Cookie Porn: Behind the Scenes

What fun would a vegan cookie blog/book be without photos for all the recipes? Writing about vegan cookies is nice, but a bunch of words cannot possibly make up for a collection of photos, given they’re well-composed and engaging. When I first started this project, back in 2007, I knew little about composing a food photography shot. But learning how to work your camera, about composition, and lots of practice can get you to that point.

My camera is a Canon Rebel Xti digital SLR. I don’t claim to be a professional photographer and it’s not one of the newer high end expensive cameras, but it serves my purposes. I got it with the kit lens for my 17th birthday a few years ago. I wouldn’t recommend the kit lens the camera came with then, but the new lens it comes with has image stabilization, so it’s a decent all-purpose lens. Luckily, my kit lens broke and I was opened to a better world beyond the kit lens. I replaced it with the far nicer Tamron 17-50mm f/2.8 lens. However, I only use one specific lens for cookies (and all food porn)-the Canon 50mm f/1.8, for the low aperture that allows you to focus in on your subject and gives you a nice blurred background.

Here is the 50mm lens that does all my food porn. It’s CHEAP for a lens (running around $100), but fantastic:

The background in that photo, the checkerboard, was the result of an idea that popped into my head (I’m probably not the only person who’s thought of this) while walking through the scrapbooking aisle of the craft store. These large square scrapbook pages could be used as backgrounds for cookie photos! So I picked up a stack, running at around 50 cents each, and the rest is history.

Here’s my collection:

Buy the nicest camera and take the best composed shot ever, but if you don’t have an interesting set-up, background, plates, or props for your food shots, they are going to be bor-ing. Seriously.

When you’re taking lots of photos that are all going to be in one place, people are going to notice if you repeat the same plate over and over. I solved this problem by starting a plate collection. Go to a thrift store and spend 25 cents to a dollar per plate and if you do that enough you’ll form a collection in no time. If people you know are doing some spring cleaning and are going to get rid of dishes, you say, “bitch, drop that plate and give it to me”. They’ll be happy to oblige.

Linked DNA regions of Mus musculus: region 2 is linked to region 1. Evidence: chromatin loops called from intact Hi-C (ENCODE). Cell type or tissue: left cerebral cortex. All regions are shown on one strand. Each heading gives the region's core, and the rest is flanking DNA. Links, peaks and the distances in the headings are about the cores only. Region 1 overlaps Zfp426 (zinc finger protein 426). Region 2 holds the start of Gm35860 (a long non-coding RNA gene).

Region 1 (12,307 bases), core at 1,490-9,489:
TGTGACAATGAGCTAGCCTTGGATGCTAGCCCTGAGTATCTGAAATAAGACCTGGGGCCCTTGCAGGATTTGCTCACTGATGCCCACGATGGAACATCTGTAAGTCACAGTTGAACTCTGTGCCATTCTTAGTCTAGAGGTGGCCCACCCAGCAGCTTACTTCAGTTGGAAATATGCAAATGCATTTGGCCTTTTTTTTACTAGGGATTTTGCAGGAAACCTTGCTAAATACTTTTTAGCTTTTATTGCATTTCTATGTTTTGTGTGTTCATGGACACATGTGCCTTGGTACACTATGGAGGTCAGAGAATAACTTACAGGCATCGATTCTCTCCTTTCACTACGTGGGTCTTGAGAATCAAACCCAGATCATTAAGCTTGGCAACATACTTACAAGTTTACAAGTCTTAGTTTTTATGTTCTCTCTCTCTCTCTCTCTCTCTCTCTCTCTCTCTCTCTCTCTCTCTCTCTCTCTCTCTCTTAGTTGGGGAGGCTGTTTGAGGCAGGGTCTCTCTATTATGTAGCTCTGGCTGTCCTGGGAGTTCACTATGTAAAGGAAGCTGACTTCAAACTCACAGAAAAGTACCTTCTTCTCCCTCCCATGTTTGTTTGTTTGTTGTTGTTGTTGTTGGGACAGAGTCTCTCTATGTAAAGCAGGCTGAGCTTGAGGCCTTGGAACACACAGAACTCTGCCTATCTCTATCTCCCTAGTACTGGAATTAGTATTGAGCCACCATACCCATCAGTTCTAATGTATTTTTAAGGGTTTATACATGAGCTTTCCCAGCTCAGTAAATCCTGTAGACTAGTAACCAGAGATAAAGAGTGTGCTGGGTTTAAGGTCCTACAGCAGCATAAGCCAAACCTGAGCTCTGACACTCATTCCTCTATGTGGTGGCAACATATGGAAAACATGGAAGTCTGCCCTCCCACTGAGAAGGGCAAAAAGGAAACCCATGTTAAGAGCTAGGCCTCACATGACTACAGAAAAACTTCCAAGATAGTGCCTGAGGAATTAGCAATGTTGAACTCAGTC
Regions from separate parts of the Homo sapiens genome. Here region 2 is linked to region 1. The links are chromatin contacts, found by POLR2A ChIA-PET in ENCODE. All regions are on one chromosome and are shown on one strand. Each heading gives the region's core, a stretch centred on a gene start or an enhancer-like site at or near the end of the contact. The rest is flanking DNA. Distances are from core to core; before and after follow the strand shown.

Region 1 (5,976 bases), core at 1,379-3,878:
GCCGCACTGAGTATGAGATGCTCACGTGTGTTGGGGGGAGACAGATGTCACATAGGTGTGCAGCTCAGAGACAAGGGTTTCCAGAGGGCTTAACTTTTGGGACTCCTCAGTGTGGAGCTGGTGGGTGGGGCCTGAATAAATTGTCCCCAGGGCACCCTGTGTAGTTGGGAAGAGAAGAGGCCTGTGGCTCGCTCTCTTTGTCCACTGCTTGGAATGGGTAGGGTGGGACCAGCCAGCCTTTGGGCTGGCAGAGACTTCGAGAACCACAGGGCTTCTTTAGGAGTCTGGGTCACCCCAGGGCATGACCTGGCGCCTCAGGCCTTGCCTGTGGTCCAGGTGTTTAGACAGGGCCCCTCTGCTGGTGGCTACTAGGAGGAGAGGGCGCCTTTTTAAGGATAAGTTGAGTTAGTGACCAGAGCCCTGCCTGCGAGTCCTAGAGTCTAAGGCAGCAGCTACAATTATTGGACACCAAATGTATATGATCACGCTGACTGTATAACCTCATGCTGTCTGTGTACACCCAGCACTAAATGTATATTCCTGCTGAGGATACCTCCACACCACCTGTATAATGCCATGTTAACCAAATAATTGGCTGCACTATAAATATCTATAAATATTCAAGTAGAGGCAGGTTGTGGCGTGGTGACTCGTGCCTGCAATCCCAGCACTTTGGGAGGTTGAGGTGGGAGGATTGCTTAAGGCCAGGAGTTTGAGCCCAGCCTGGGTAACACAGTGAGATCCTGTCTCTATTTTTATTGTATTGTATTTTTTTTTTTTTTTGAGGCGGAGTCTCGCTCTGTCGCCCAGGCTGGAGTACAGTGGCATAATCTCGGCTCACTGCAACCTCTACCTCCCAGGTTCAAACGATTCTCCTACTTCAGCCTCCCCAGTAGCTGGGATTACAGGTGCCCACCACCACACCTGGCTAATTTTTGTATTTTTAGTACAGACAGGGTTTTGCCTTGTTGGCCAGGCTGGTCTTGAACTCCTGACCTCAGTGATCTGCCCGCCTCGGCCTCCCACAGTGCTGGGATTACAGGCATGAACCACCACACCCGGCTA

Here is a fraction of my plate collection:

Actually, your plates don’t have to be plates at all. Use candy dishes, candle holders, whatever. And collect some props to be used in your backgrounds, like…

…sugar/cream pourer things:

…flowers:

…apron:

…pumpkins, gourds, halloween decorations:

I always shoot with natural light. Unfortunately, turning on the lightswitch doesn’t allow for the beautiful shadows and perfect lighting that your window provides. Since we don’t all have a photography studio with special lights that would be better than your kitchen lights, it’s best to just work around the hours of sunlight.

Here is the set-up for Adorable Bleeding Heart Sandwich Cookies:

And when you really get in there up close and think about composition, this is your product. You may have to take several shots to find the best one:

The set up for Peanut Butter Cups. It doesn’t look terrible shot from this far away, but the photo after this is far more visually interesting.

The reason the food/baked goods that people photographed looks perfect in the photo is TV magic. All those peanut butter cups didn’t turn out perfectly. I just picked the best looking ones for the photo. These poor suckers didn’t make the cut:

So there you have it. This is how I do my food photography, but it’s not the only advice you’ll be able to find. If you’re interested in food porning, start looking at photos, learning how to use your camera, read blogs, and read about food photography.

Happy shooting!

5 thoughts on “Cookie Porn: Behind the Scenes

  1. Pingback: Chicago VeganMania 2010! « The Vegan Cookie Connoisseur

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